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Amanda Farmer: Hello and welcome! I’m Amanda Farmer and this is Your Strata Property. Today, I want to talk about living with criminals in your strata scheme or, more specifically, how we might get rid of criminals from your strata scheme.

I want to start by defining what I mean when I talk about criminals in strata. This is a resident, maybe an owner, maybe a tenant, and it’s not just someone who’s breaking the law by breaching the by-laws. It’s someone who engages in some pretty serious, anti-social and illegal behavior. I’m thinking of things like drug dealing, property damage, theft. These are people who might be out on bail, they might be under police surveillance, they might be known in the community for their criminal activities, and certainly people who are known to police.

Now, this was quite a hot topic when I spent some time last year delivering workshops to strata managers across Sydney, and the topic of the workshop was “How to deal with difficult residents” and in the workshop, we covered six different types of difficult resident. Now, the criminal was just one of those six and if you are interested in finding out more about the other five, I will put the link to my article on this topic in the show notes. It’s an article that Jimmy Thomson, writing for The Sydney Morning Herald in his column Flat Chat, recently quoted and I’ll include a link to Jimmy’s article in the show notes as well if you want to check that one out.

So why were criminals such a hot topic in my workshop? I think it’s because of the serious consequences of having an active criminal living in your building. First and most seriously, these people often engage in threatening behavior – physical threats, verbal threats, intimidation, the intimidation of other residents, the intimidation of committee members, your building manager, security guards, trades people visiting the property and your strata manager. In my experience dealing with buildings that have these types of residents living in their communities, I’ve seen building managers resign, basically walk away from their contracts, strata managers resign and owners and investors sell up and move on. That’s the impact that these kind of people have on our communities. They create a dysfunctional community, they eliminate the joy that comes from living in and maintaining your own home. They affect the value of your investment. Where they’re engaging in things like property damage, they’re affecting your insurance premiums. I’ve seen insurance premiums sky-rocket when there are recurrent incidents of property damage in a building that is very clearly contributed to one resident. Things like smashed mirrors in lifts, graffiti on walls, smashed security cameras – to put it quite bluntly, insurers don’t like that kind of thing and they certainly don’t like paying for it when, from their point of view, it’s something an owners cooperation should take responsibility for. Of course, the owners cooperation takes a very different view.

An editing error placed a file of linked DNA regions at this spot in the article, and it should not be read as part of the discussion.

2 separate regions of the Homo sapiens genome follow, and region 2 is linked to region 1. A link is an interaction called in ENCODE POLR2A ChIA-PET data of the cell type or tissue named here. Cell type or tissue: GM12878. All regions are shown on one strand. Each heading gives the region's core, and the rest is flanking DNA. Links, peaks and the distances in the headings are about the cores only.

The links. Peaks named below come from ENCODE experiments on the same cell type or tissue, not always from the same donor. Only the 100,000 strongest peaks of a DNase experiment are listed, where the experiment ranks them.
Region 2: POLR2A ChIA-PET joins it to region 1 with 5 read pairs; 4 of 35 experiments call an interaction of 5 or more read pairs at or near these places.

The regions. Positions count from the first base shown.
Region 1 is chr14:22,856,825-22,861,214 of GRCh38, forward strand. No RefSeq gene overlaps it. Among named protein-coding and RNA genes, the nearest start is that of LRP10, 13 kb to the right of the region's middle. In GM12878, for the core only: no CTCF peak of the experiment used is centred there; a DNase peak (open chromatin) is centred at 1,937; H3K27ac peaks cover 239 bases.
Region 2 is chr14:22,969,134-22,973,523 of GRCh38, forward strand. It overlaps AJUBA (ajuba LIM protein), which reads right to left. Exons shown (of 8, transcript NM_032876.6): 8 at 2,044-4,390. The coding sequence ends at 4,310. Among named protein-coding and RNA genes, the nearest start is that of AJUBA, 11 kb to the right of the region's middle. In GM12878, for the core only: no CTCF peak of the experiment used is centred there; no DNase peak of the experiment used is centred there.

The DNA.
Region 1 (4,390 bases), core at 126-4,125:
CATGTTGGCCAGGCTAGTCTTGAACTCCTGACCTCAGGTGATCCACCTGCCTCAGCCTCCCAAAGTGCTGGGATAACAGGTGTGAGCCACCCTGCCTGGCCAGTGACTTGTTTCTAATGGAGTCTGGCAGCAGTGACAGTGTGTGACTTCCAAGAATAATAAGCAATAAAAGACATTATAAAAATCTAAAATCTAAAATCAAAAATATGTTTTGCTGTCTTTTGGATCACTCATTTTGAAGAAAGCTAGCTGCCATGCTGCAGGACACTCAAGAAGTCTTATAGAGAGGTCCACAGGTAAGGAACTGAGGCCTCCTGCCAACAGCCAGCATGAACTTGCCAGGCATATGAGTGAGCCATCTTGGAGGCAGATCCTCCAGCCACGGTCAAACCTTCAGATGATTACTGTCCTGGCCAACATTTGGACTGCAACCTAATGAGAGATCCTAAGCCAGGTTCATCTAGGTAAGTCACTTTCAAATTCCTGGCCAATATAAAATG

So the consequences of having a criminal living in your strata building are significant and serious and that’s why I want to offer you six tips, drawn from my own experience as a lawyer advising buildings, advising committees and strata managers in some very volatile situations. So let’s get into it.

Tip number one: involve the police. If you feel harassed, threatened, or intimidated, the first place you should be going is to the police. Always take threats to your physical safety seriously, and the same goes for threats to anyone else’s physical safety. If you are a committee member, and you know that there is somebody living in this building who is harassing, threatening, or intimidating other residents, then from my point of view, you have an obligation as a committee member to do something about that. That means ringing the police, making a report, providing a statement, and to the extent you have any evidence, providing that evidence. And with the technology available these days at our fingertips with our smartphones, it’s not hard to gather that evidence. I’m talking about photos of bad behavior, videos of bad behavior. It helps the police immensely if you are able to give them a detailed documentary record of the incident that you are reporting and remember to instruct your building manager, if you have one, to be doing the same: keeping a detailed record of any incident involving threats to the physical safety of residents in your building.

Now, this is something I completely accept is very scary to do. Going to the police and making a statement about someone who could be your neighbor, who is a known criminal, who is known to police and may well be known to have committed some violent offences. It’s very scary and difficult to give your name, your address, and provide evidence against this person, and this is a really a key point that I want come back to at the end of this episode, and I’m going to talk about why I think it’s important to garner the support of your fellow residents when you are dealing with these people. I believe there is safety, and there is power, in numbers.

Okay, so that was tip one. Involve the police. It might seem obvious, but it is often the very first piece of advice that I’m giving when I’m telephoned by a committee member or a strata manager complaining about this kind of behavior. Have you called the police? If you haven’t, do it now.